I recognized the subtle differences in my fourth and youngest daughter, first, by comparing her growth—physical and developmental—to her three older sisters. I noticed her difficulty pronouncing “dada,” saying it as if she had an accent, and her very odd way of pulling away from me even before she could walk, at ten months of age.
I recognized her total disinterest in looking at anyone, family members or strangers, almost as if we mattered very little in her life. I was sure she was hearing impaired. But not until I found myself on the bedroom floor at the side of my bed where I’d knelt to pray and then crumpled, heartbroken and crying out to God in hopeless despair did I accept the fact that she would never be like her sisters. And there on the floor beside the bed, where I’d pulled my dusty old Bible off the nightstand and turned to the book of Psalms, was where I found the words—the very truth—that would carry me every day after in peace that passes all understanding, no matter where my child’s challenges might take me.
Without thought of where to find the scripture that might ease my fears, or give me some hope to cling to, my eyes fell on the 139th Psalm. There I read the answer to those unknown’s that had haunted my days since Farema’s unexpected birth. As I read the words of the Psalmist, I found the answer to how well God knows me:
You know when I sit, and when I rise; you perceive my thoughts from afar. You discern my going out and my lying down; you are familiar with all my ways. Before a word is on my tongue you know it completely, O Lord. You hem me in—behind and before; you have laid your hand upon me.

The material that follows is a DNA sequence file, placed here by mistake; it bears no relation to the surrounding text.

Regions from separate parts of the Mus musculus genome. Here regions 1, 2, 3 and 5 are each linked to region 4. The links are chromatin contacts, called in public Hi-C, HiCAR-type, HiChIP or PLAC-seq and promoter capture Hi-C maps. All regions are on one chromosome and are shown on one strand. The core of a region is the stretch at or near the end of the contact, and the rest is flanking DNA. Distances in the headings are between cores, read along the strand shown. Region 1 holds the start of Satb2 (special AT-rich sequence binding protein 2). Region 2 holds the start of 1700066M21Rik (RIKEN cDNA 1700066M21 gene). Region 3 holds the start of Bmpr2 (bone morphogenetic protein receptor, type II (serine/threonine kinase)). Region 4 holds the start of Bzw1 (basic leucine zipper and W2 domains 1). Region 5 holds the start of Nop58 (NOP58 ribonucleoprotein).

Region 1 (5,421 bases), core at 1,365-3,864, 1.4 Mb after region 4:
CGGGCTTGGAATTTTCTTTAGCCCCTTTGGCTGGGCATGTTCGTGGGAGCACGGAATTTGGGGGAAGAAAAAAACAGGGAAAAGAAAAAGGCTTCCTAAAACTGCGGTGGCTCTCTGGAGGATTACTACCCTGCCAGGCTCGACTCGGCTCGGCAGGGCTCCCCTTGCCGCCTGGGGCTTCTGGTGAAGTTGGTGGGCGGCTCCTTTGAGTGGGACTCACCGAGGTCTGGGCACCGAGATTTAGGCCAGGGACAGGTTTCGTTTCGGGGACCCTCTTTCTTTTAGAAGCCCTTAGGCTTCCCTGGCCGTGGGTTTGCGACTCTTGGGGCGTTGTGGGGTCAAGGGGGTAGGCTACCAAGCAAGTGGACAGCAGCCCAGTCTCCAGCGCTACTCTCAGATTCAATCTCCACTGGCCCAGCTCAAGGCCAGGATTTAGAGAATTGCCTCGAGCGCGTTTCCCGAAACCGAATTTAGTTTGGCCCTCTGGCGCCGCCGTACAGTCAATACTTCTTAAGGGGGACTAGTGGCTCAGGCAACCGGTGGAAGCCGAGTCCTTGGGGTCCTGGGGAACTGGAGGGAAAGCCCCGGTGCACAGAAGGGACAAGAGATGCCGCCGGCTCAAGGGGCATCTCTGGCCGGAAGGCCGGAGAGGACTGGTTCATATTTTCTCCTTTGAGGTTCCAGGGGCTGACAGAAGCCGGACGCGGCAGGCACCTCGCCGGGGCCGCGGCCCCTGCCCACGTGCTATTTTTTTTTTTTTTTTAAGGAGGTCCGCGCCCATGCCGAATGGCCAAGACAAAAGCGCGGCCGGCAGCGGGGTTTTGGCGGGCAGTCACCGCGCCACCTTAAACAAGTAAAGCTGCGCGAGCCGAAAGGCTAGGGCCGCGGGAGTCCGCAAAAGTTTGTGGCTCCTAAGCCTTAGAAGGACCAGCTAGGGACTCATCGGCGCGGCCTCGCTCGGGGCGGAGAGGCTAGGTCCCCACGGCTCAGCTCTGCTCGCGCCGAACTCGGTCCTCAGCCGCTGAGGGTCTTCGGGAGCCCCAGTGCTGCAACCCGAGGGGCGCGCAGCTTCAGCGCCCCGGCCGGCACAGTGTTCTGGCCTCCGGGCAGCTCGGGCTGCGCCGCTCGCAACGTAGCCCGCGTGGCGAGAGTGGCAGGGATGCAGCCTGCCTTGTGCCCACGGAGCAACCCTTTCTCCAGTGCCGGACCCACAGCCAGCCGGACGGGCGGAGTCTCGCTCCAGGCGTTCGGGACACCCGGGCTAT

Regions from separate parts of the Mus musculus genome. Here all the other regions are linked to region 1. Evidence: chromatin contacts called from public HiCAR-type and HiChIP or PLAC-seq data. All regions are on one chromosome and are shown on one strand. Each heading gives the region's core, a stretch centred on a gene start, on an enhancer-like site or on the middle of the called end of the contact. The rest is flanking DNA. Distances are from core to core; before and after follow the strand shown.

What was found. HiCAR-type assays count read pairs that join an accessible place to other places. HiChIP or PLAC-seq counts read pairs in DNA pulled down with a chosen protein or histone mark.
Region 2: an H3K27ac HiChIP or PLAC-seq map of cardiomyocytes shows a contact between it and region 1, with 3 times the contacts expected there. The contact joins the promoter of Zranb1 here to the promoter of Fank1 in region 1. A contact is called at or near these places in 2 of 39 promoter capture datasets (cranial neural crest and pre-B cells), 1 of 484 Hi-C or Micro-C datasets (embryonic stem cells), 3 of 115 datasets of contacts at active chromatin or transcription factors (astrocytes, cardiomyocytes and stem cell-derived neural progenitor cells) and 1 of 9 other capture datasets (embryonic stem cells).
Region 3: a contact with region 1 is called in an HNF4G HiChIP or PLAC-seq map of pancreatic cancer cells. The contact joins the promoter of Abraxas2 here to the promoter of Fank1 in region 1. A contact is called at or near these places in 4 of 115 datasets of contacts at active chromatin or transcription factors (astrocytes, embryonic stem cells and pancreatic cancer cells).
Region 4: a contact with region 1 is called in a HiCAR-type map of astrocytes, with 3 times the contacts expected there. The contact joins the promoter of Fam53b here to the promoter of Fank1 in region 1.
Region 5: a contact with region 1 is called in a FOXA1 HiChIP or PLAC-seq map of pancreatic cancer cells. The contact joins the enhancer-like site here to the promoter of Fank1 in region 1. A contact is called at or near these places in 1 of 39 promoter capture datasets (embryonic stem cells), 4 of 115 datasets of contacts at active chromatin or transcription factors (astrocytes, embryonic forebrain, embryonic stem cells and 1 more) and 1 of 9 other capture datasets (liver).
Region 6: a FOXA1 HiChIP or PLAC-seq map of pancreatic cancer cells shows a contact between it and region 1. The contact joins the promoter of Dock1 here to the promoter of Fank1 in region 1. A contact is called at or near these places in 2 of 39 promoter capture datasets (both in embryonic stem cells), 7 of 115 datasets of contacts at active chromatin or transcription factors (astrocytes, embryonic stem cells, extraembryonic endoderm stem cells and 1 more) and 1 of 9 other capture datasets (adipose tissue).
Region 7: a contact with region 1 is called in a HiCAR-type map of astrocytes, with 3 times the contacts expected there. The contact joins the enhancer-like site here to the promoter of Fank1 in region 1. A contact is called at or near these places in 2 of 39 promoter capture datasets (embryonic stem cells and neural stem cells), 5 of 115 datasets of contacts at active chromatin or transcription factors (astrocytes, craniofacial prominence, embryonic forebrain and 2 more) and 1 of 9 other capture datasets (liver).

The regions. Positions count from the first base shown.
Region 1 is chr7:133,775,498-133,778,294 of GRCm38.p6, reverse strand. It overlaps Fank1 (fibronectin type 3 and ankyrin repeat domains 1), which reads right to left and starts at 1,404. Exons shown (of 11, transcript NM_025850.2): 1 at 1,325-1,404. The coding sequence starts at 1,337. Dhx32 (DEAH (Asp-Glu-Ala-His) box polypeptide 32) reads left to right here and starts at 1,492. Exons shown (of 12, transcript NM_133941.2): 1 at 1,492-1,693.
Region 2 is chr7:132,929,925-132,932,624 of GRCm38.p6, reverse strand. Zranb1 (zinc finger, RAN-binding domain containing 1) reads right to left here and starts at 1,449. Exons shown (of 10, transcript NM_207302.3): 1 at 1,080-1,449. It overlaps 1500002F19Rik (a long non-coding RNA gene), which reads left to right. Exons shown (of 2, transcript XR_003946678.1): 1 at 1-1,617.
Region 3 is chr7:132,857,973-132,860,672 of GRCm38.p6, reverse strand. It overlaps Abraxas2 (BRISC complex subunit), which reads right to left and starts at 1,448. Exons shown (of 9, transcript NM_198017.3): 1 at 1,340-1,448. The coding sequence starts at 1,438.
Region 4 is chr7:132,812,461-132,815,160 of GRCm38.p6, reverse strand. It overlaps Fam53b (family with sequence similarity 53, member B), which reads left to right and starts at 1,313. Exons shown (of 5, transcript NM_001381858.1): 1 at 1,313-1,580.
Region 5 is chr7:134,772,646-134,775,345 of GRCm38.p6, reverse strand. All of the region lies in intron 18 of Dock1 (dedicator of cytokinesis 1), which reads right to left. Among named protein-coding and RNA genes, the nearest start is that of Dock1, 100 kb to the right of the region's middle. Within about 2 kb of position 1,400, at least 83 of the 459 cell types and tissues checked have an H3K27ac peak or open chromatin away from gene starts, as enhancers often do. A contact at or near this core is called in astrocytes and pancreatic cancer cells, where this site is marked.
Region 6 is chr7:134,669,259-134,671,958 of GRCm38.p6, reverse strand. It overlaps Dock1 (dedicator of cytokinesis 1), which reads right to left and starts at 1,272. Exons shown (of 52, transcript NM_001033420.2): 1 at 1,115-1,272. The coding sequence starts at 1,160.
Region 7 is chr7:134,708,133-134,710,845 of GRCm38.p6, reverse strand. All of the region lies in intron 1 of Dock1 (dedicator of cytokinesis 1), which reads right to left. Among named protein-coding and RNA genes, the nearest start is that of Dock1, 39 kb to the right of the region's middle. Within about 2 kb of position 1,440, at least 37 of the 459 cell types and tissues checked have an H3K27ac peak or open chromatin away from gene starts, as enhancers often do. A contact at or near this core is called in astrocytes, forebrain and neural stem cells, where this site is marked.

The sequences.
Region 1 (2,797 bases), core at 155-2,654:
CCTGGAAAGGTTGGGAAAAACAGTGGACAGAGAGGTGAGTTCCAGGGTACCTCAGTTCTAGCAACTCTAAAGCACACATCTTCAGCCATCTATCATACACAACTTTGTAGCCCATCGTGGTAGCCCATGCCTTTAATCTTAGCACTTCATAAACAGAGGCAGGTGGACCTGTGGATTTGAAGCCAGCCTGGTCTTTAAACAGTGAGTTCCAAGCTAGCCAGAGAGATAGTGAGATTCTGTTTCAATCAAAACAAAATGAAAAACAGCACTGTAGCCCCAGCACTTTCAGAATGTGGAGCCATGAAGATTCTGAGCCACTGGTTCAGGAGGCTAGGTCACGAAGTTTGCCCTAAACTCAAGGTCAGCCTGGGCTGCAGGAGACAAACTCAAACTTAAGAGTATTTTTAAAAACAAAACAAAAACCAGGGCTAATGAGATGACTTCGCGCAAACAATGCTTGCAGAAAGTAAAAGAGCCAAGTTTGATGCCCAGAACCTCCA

As I read further, I learned through the words of the Psalm, that never was there a moment when God was not near to me, and no matter the disappointments in my life, God would not leave me on my own:
Where can I go from your Spirit? Where can I flee from your presence? If I go up to the heavens, you are there; if I make my bed in the depths, you are there. If I rise on the wings of the dawn, if I settle on the far side of the sea, even there your hand will guide me, your right hand will hold me fast.
Just before that day in my room, I’d come to realize that raising a child with classic autism can be a devastating endeavor, permeating every aspect of family life. I had daydreamed of future years with the “empty nest” and a chance to do my thing until, without planning or anticipation, I found I was pregnant. Disappointed and distraught, I told myself it would only be a few years longer. But as I sat there on the floor, reading the Word of the Creator, I understood that my life and that of my daughter with all her special needs and challenges had already been planned—long before my own birth. God had it all under control!
For you created my inmost being; you knit me together in my mother’s womb. I praise you because I am fearfully and wonderfully made; your works are wonderful, I know that full well. My frame was not hidden from you when I was made in the secret place. When I was woven together in the depths of the earth, your eyes saw my unformed body. All the days ordained for me were written in your book before one of them came to be.